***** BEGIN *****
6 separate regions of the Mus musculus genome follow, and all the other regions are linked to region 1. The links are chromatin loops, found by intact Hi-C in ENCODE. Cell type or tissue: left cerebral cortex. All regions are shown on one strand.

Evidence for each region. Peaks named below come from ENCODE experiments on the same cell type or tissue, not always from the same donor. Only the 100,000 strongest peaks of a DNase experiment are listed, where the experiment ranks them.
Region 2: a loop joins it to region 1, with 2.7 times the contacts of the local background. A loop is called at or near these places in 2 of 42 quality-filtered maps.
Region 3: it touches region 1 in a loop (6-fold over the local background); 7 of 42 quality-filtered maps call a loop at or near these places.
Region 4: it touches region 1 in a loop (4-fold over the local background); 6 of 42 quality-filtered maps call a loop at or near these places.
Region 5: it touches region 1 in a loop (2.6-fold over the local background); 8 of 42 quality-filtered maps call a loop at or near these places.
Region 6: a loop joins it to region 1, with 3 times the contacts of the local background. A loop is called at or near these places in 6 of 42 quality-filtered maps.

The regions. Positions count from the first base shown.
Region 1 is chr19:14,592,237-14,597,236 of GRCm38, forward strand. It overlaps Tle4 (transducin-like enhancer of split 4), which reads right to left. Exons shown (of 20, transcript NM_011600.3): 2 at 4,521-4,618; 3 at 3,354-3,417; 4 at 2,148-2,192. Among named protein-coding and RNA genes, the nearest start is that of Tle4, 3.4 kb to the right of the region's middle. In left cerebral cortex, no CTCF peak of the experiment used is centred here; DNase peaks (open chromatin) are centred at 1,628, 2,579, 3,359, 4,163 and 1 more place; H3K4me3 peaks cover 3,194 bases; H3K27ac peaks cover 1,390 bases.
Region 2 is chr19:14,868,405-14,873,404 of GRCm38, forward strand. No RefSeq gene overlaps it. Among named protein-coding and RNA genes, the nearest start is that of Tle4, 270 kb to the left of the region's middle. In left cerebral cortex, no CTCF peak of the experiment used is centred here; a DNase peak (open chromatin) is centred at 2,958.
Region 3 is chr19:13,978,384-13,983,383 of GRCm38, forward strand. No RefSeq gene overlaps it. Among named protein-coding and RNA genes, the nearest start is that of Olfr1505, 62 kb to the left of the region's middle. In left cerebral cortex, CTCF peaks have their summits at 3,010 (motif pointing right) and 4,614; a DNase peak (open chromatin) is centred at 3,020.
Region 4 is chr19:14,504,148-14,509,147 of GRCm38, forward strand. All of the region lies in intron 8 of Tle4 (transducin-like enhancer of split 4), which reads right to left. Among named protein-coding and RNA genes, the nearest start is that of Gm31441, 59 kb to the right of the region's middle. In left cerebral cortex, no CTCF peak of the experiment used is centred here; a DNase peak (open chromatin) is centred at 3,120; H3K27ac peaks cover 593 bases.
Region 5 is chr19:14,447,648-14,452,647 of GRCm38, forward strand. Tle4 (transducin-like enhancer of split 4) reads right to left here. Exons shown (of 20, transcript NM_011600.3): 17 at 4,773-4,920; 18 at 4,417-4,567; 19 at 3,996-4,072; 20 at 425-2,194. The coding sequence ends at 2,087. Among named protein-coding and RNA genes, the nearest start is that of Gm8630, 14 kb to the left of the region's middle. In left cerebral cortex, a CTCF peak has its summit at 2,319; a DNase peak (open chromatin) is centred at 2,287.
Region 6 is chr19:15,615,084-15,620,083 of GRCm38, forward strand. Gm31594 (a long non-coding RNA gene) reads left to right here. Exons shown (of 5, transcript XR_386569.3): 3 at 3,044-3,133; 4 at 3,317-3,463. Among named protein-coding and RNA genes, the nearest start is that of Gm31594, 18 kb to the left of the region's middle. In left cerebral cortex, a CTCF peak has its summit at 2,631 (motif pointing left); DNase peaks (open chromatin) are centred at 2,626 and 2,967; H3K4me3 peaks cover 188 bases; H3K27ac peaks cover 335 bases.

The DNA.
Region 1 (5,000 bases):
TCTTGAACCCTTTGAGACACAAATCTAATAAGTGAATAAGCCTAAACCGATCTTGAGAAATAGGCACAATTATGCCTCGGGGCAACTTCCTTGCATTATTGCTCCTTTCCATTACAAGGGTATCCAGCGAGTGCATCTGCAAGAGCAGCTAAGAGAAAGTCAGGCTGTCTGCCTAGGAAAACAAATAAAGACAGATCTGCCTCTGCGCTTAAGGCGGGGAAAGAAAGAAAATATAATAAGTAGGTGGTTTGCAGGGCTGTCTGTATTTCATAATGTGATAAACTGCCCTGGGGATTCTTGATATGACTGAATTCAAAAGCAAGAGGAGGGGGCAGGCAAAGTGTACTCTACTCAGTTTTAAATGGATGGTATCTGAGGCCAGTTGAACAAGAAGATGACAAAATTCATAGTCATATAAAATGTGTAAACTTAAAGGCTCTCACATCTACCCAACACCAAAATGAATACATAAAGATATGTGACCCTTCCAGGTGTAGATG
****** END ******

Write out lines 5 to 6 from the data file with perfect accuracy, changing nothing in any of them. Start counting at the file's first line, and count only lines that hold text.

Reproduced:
Region 4: it touches region 1 in a loop (4-fold over the local background); 6 of 42 quality-filtered maps call a loop at or near these places.
Region 5: it touches region 1 in a loop (2.6-fold over the local background); 8 of 42 quality-filtered maps call a loop at or near these places.